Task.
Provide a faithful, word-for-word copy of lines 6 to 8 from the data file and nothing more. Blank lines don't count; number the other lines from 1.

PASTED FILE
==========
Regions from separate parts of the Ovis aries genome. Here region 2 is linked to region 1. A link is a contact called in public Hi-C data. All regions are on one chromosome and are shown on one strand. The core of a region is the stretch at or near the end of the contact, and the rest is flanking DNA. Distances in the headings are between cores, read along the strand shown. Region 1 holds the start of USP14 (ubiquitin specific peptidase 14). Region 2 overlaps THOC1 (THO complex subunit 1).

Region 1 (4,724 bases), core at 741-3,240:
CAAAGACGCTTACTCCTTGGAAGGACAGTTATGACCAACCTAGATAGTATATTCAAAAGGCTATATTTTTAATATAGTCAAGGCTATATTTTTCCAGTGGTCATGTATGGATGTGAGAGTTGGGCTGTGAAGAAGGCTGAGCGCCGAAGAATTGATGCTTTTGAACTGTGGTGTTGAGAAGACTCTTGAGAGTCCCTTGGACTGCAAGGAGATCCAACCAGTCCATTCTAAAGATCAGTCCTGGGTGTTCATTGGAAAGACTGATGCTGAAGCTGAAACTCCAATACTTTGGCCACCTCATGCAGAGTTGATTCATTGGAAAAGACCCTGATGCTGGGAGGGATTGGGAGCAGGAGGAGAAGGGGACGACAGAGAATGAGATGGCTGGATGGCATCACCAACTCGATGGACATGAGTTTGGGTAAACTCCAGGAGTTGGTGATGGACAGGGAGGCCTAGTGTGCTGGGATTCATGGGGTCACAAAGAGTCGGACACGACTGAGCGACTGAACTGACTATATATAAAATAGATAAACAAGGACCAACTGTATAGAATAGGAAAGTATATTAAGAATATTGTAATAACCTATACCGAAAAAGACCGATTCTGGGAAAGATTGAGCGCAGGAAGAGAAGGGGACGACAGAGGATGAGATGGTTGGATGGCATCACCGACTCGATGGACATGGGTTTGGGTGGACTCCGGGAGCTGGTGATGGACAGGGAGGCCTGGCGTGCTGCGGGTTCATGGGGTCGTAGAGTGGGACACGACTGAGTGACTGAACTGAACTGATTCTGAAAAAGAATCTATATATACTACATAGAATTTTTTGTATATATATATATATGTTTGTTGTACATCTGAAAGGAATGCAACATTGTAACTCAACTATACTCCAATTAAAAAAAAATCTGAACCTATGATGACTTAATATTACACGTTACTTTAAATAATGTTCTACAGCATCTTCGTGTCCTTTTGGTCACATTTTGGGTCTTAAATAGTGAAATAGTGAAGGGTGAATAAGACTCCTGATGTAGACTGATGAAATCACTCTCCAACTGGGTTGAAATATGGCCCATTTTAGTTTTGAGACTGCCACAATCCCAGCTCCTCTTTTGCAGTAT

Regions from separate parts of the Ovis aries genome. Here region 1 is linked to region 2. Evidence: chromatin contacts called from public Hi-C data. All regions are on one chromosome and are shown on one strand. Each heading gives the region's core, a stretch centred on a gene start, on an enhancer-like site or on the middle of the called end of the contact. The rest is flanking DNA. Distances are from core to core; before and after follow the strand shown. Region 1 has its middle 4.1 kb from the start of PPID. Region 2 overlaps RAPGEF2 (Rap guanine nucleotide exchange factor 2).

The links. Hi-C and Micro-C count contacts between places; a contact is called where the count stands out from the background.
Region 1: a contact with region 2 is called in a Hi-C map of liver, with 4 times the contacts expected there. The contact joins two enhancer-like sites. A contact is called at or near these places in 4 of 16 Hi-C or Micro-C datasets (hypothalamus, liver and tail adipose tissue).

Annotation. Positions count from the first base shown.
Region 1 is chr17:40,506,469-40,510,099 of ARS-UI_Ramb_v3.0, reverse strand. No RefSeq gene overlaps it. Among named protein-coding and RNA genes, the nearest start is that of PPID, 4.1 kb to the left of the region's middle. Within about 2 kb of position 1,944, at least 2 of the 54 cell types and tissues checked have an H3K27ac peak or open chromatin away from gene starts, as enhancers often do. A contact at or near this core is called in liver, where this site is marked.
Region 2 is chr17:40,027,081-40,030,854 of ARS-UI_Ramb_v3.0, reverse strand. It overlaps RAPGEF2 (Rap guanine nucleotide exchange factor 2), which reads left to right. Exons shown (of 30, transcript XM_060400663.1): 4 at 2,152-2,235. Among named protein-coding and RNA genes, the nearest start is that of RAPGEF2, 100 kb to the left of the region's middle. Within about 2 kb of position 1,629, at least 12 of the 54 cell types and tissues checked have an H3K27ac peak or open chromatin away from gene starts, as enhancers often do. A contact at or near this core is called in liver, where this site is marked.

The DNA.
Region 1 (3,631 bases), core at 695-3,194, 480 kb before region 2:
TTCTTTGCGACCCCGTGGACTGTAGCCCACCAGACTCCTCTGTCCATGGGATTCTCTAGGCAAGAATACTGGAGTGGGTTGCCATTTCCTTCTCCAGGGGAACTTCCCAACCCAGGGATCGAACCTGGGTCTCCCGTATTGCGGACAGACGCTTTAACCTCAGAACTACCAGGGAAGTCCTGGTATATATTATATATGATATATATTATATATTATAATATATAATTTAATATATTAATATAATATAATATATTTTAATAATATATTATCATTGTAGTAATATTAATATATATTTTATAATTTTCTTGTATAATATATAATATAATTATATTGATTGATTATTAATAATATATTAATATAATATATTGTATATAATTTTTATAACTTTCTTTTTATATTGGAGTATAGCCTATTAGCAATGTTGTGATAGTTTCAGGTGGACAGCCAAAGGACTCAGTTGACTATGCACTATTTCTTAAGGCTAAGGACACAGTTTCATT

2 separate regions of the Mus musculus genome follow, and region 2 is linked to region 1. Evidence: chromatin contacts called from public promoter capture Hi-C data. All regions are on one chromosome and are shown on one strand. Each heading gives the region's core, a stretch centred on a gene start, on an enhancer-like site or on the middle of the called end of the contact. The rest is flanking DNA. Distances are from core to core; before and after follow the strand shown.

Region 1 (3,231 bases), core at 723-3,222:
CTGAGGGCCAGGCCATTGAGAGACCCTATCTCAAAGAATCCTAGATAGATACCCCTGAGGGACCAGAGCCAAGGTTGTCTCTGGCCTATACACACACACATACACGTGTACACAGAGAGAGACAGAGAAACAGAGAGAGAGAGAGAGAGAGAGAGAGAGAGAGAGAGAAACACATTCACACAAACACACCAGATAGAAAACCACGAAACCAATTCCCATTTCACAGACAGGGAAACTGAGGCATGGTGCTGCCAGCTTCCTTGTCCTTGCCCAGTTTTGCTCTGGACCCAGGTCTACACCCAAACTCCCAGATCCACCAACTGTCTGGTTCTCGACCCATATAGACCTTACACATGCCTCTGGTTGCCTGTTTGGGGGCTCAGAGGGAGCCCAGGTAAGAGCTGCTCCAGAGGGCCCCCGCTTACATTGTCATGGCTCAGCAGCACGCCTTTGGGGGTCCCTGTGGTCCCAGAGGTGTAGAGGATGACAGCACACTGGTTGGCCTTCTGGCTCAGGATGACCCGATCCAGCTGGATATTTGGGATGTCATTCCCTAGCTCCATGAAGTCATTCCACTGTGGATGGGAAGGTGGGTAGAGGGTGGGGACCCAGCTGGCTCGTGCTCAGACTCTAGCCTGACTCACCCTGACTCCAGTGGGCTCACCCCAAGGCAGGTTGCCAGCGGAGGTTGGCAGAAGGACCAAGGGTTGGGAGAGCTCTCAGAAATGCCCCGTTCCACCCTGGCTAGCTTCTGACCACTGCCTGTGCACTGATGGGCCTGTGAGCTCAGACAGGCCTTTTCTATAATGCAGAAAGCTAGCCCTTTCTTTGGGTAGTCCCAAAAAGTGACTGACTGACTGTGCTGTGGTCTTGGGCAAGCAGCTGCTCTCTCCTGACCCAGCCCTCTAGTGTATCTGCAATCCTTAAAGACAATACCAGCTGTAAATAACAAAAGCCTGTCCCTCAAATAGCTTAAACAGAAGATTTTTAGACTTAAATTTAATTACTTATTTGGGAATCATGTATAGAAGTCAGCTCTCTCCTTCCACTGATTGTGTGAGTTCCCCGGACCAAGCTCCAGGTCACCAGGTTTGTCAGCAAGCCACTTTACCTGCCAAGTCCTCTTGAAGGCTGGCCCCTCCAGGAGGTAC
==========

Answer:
Region 1: a contact with region 2 is called in a Hi-C map of liver, with 4 times the contacts expected there. The contact joins two enhancer-like sites. A contact is called at or near these places in 4 of 16 Hi-C or Micro-C datasets (hypothalamus, liver and tail adipose tissue).

Annotation. Positions count from the first base shown.
Region 1 is chr17:40,506,469-40,510,099 of ARS-UI_Ramb_v3.0, reverse strand. No RefSeq gene overlaps it. Among named protein-coding and RNA genes, the nearest start is that of PPID, 4.1 kb to the left of the region's middle. Within about 2 kb of position 1,944, at least 2 of the 54 cell types and tissues checked have an H3K27ac peak or open chromatin away from gene starts, as enhancers often do. A contact at or near this core is called in liver, where this site is marked.